Weed Management, Training, and Irrigation Practices for Organic Production of Trailing Blackberry: III. Accumulation and Removal of Aboveground Biomass, Carbon, and Nutrients

in HortScience

Relatively little is known about aboveground nutrient content of organic blackberry, and there is no published work on total carbon (C) content. Treatment effects on biomass, C, and nutrient content, accumulation, and removal were assessed over 2 years in a mature organic trailing blackberry (Rubus L. subgenus Rubus, Watson) production system that was machine harvested for the processed market. Treatments included two irrigation options (no irrigation after harvest and continuous summer irrigation), three weed management strategies (weed mat, hand-weeded, and nonweeded), and two primocane training times (August and February) in two cultivars (Black Diamond and Marion). Floricanes comprised an average of 45% of the total aboveground plant dry biomass, while primocanes and fruit comprised 30% and 25%, respectively. Depending on the treatment, the total aboveground dry biomass accumulation over the course of the season was 5.0–6.5 t·ha−1 per year, while C stock of the planting was an estimated 0.4–1.1 t·ha−1 in late winter. Carbon accounted for ≈50% of the dry biomass of each aboveground plant part, including primocanes, floricanes, and fruit. Weed management had the largest impact on plant biomass and nutrient content. No weed control reduced aboveground dry biomass, the content of nutrients in the primocanes, floricanes, and fruit, and the annual accumulation of dry biomass and nutrients, whereas use of weed mat resulted in the most dry biomass and nutrient content. Nutrient accumulation was similar between the cultivars, although February-trained ‘Marion’ plants had a greater removal of most nutrients in 2014 than the year prior. The amount of nitrogen (N) removed in the fruit was 22, 18, and 12 kg·ha−1 for weed mat, hand-weeded, and nonweeded plots, respectively, in 2013. In 2014, ‘Marion’ and ‘Black Diamond’ differed in N removed in harvested fruit when grown with weed mat at 18 and 24 kg·ha−1, respectively, whereas there was no cultivar effect when plants were grown in hand-weeded or nonweeded plots. Plots with weed mat tended to have the most nutrients removed through harvested fruit in both years. In 2014, N removal from August-trained ‘Marion’ was 5 kg·ha−1 N less than the other training time and cultivar combinations. Plants that were irrigated throughout the summer accumulated more dry biomass, N, potassium (K), magnesium (Mg), sulfur (S), boron (B), and copper in one or both years than those that received no irrigation after fruit harvest. The irrigation treatment had inconsistent effects on nutrient content of each individual plant part between the two years. Removal of nutrients was often higher than what was applied through fertilization, especially for N, K, and B, which would eventually lead to depletion of those nutrients in the planting.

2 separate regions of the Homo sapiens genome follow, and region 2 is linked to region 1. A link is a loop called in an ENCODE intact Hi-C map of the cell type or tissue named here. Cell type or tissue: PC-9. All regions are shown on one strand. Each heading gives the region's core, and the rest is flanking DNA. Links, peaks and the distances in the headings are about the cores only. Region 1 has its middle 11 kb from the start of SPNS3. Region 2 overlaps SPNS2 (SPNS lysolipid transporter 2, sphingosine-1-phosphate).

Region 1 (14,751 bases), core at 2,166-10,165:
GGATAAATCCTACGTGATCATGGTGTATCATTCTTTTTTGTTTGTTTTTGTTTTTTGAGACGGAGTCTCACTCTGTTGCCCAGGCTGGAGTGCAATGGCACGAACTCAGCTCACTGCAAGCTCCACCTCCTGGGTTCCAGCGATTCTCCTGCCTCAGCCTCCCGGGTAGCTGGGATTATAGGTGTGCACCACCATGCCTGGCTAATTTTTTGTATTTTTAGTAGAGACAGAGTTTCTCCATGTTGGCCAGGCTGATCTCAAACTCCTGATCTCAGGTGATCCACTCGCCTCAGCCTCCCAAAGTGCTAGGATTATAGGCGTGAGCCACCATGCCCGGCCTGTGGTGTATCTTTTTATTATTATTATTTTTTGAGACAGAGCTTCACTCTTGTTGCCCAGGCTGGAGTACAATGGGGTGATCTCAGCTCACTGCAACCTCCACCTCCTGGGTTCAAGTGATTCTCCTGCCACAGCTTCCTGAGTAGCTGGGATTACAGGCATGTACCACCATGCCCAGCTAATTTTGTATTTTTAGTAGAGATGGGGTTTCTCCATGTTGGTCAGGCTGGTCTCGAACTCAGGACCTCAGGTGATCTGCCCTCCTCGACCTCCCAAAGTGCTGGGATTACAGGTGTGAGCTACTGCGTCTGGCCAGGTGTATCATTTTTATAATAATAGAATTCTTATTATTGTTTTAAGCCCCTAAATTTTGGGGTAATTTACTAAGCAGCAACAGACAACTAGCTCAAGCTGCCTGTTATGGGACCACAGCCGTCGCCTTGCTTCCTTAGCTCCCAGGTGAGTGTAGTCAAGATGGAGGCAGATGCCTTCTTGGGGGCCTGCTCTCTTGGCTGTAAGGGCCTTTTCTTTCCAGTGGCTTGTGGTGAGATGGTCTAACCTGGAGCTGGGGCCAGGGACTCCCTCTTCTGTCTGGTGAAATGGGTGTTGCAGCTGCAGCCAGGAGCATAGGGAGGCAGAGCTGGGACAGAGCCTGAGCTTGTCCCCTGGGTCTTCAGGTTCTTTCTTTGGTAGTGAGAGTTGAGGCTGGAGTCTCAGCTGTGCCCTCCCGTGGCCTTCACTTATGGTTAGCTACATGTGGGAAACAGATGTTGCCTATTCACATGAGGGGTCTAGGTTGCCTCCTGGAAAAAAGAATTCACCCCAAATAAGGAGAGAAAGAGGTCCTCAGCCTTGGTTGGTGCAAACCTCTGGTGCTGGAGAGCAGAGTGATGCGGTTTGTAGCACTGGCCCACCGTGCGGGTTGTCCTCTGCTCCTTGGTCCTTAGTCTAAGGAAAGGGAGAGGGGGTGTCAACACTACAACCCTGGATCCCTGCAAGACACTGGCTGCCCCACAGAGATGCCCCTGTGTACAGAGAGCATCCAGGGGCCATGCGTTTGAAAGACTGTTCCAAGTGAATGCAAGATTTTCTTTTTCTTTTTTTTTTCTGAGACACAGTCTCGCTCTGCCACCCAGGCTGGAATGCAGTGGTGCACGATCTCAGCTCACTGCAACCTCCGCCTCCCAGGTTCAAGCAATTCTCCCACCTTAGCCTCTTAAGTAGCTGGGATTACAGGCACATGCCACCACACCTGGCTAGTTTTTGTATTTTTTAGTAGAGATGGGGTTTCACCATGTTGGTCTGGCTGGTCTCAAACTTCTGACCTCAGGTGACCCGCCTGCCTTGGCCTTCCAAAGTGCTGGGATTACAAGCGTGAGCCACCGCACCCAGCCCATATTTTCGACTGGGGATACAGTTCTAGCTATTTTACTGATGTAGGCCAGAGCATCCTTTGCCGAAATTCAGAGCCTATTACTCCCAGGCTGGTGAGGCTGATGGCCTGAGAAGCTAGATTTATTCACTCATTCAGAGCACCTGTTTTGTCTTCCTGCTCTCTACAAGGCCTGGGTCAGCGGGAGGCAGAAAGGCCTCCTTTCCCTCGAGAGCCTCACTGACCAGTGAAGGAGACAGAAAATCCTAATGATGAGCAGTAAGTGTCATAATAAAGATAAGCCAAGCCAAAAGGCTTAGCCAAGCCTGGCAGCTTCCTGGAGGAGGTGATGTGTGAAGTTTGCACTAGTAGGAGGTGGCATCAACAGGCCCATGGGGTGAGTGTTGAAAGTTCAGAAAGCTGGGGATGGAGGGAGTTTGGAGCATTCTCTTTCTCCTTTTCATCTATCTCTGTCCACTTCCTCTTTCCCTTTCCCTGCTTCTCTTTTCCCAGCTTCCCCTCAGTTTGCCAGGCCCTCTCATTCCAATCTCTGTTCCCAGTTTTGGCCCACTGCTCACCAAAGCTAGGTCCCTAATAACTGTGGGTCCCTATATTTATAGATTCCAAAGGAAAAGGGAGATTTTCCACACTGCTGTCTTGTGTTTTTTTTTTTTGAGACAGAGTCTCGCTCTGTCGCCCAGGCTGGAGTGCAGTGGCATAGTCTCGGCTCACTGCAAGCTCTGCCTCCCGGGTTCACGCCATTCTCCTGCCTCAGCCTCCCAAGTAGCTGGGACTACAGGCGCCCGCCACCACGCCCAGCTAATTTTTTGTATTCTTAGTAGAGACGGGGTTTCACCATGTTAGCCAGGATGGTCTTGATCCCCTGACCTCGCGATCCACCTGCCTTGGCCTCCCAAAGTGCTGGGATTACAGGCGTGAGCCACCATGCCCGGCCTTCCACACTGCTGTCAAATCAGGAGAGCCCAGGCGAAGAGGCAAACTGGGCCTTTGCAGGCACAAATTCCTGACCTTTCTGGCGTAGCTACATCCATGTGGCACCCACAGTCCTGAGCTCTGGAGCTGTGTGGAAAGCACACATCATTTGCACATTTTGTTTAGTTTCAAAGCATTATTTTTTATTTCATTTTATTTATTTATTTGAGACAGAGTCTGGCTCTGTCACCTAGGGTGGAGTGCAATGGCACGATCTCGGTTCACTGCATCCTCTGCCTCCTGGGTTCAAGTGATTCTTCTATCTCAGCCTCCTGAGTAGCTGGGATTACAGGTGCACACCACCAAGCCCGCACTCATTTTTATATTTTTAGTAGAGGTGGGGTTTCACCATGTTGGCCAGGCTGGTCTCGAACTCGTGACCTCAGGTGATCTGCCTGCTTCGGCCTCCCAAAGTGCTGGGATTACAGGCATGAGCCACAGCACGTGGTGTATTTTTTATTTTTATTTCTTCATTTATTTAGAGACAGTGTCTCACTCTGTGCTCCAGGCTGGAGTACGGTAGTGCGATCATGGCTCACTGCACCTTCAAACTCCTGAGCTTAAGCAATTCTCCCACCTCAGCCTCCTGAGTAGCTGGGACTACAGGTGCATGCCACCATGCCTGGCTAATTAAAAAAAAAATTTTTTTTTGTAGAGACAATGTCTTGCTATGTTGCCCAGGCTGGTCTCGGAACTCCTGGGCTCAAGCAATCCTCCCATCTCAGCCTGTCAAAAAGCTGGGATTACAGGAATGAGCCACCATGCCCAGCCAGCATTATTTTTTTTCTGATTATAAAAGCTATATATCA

Abstract